Debra Hanberg joined UBC’s Collaborating Centre for Prison Health and Education as a Project Manager in 2011. Since that time she has managed several prison health research projects focused on preventive health and reintegration. She is currently responsible for a 5-year project focused on developing a participatory approach to preventing sexually transmitted and blood-borne infections among federally incarcerated men in BC. Prior to joining CCPHE, Debra was the Research Administrator for UBC’s Department of Family Practice Research Office where she managed its research programs and administrative activities. Debra graduated from UBC with a BA in Philosophy and continued her education at SFU in Sustainable Community Development. She is passionate about the opportunities community-based participatory research holds for affecting positive change for men and women inside correctional facilities and reintegrating back into the community.
Mo Korchinski joined the Collaborating Centre for Prison Health and Education in March 2015. She is currently the Project Administrator for the CCPHE project: “Unlocking the Gates Peer Health Mentoring Program.” Prior to joining CCPHE, Mo worked as a research lead on the research project “Doing Time” at UBC’s Department of Family Practice Research Office. Mo graduated from Nicola Valley Institute of Technology with a Bachelor of Social Work in 2014. Mo’s passion is working with women who are involved in the justice system as Mo has many years herself been incarcerated due to along history with drug addiction
Kate joined the Collaborating Centre for Prison Health and Education in March 2016. She is currently coordinating a three year project aimed at developing trauma and resiliency-informed supports for men with a history of incarceration. Kate completed her Masters degree in Anthropology from UBC in 2015. Kate is dedicated to working with men and women who have experienced incarceration through CCPHE’s participatory and collaborative approaches to prison health research.
Julia Santana Parrilla
Julia Santana Parrilla is a Graduate Student at the University of British Columbia’s School of Population & Public Health as well as the Transformative Health & Justice Research Cluster Project Coordinator. Julia’s background in Sociology has significantly shaped how she approaches and perceives our world, and informed her commitments to the pursuit of equity in health and justice. These are informed by her passions for social justice, population health equity, and storytelling.As a Spanich settler on unceded Tsleil-Waututh (səl̓ilwətaɁɬ), Skwxwú7mesh Úxwumixw, S’ólh Téméxw (Stó:lō), and Stz’uminus lands, Julia is committed to elevating Indigenous voices and the wisdom within toward meaningful and sustainable moves toward equity and justice..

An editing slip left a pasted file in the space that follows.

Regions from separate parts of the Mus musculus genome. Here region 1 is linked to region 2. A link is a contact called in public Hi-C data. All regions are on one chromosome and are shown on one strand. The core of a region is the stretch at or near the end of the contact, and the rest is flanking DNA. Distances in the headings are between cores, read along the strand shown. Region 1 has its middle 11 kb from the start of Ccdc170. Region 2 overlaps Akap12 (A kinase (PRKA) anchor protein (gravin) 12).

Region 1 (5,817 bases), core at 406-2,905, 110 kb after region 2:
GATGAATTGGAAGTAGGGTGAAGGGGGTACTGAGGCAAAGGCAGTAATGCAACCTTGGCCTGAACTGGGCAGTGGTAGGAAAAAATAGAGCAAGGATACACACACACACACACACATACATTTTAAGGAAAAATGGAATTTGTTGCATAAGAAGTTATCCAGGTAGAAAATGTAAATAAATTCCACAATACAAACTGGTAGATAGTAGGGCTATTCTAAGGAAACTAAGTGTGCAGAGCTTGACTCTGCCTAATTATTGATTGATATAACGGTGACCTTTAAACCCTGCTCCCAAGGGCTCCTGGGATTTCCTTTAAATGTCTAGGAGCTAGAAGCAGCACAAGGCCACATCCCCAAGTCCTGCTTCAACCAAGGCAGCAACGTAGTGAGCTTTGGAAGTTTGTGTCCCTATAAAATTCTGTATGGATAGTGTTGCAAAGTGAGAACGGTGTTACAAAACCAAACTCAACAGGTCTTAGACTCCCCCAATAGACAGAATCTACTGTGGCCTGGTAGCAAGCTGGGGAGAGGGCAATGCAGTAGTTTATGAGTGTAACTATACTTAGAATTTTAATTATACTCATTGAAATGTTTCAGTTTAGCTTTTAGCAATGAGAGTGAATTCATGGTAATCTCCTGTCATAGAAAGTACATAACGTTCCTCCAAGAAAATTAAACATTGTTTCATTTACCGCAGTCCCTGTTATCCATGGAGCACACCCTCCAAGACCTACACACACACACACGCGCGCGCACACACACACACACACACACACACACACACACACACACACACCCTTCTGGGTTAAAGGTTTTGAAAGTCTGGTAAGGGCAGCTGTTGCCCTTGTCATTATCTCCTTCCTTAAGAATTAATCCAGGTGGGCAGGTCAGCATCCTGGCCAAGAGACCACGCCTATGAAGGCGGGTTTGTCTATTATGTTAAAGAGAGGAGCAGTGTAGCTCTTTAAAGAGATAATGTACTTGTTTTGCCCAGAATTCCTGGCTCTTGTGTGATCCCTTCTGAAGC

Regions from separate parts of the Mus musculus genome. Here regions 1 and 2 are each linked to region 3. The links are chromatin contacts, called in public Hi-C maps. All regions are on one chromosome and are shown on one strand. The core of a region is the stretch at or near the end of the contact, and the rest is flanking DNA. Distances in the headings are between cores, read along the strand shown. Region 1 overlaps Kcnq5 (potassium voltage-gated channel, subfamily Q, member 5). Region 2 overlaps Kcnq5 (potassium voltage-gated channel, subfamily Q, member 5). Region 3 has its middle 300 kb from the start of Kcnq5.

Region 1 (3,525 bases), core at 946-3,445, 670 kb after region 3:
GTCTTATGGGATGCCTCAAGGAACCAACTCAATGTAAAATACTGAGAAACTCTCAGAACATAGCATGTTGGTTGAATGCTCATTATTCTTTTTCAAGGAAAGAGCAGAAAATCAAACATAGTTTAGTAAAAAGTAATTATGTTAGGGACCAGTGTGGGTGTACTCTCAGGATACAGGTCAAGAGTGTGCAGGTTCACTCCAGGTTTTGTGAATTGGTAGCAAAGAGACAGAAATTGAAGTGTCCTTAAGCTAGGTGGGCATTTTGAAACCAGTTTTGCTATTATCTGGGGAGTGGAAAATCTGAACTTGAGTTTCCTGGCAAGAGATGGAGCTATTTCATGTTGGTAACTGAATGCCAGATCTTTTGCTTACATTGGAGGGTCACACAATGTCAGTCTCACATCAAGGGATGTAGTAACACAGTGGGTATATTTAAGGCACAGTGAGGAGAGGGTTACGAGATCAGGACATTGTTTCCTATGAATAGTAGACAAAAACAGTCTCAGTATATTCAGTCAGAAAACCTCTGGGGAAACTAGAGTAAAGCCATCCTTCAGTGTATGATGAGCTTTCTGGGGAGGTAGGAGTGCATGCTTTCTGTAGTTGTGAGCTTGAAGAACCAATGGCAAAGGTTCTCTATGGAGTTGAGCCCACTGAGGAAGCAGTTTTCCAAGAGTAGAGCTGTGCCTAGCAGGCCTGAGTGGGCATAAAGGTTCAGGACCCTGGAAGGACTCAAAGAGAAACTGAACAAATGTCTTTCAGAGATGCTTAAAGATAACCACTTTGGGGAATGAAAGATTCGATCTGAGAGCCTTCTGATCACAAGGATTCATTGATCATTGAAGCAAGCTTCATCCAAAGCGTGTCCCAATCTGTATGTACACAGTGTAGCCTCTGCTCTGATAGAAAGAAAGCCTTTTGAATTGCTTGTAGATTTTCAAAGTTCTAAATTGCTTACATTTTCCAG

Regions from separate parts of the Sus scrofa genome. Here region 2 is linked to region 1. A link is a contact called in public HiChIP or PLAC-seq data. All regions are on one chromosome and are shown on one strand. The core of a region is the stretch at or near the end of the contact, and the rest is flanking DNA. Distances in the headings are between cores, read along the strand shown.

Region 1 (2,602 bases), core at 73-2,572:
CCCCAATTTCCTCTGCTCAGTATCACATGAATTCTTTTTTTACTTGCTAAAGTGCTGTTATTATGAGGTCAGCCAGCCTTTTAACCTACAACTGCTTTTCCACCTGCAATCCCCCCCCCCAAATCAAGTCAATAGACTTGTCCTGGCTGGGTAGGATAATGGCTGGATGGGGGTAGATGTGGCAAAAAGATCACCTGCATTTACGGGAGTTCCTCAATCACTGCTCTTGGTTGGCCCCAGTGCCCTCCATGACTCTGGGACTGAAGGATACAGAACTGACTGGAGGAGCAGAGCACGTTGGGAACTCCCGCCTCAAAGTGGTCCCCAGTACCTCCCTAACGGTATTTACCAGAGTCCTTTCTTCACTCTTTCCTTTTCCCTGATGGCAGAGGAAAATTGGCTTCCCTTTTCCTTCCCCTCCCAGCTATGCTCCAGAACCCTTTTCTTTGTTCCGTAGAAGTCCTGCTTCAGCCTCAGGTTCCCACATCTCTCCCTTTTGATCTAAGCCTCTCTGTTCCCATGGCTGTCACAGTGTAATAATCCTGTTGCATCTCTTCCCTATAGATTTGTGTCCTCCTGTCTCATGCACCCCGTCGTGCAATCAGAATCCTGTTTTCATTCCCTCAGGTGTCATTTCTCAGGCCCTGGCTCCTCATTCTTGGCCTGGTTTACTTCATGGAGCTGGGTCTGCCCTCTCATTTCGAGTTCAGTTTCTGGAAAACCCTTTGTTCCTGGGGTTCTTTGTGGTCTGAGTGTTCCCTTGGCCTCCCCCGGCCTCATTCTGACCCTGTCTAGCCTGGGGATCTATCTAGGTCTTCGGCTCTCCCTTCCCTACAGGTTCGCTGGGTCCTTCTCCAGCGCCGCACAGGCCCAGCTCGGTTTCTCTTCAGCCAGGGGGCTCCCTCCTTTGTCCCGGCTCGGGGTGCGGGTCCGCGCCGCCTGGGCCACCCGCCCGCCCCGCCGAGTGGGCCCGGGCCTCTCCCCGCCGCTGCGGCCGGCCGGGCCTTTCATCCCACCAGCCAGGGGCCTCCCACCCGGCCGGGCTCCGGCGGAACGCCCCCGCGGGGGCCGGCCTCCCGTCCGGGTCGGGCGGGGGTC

Pam Young joined the Collaborating Center for Prison Health and Education in May 2012. She is currently a research lead for the Unlocking the Gates Peer Mentor Program. She feels very passionate about the work she does with women leaving prison as she herself has lived prison experience and would have benefited from a program like the peer mentor project. She was a peer mentor herself when she originally started with the program. Pam attended Nicola Valley Institute of Technology and graduated from the CHAD program with her Chemical Addictions Support Worker Certificate.
Oonagh joined the Collaborating Centre for Prison Health and Education in January 2019. She is currently assisting on a 5-year project focused on participatory approaches to preventing sexually transmitted and blood-borne infections among federally incarcerated men in BC. Oonagh completed her undergraduate degree in Physiology and Behavioural Neuroscience from UBC in 2018.
Kate joined the Collaborating Centre for Prison Health and Education in September 2017. She is currently the evaluator on a 5-year project focused on participatory approaches to preventing sexually transmitted and blood-borne infections among federally incarcerated men in BC. Kate is pursuing her PhD at UBC in the School of Population and Public Health. She is supervised by Dr. Jane Buxton and Dr. Ruth Elwood Martin. Her research is an evaluation of the transfer of responsibility for health care services in BC’s provincial correctional facilities to the Ministry of Health. Kate completed her Masters of Public Health at UBC.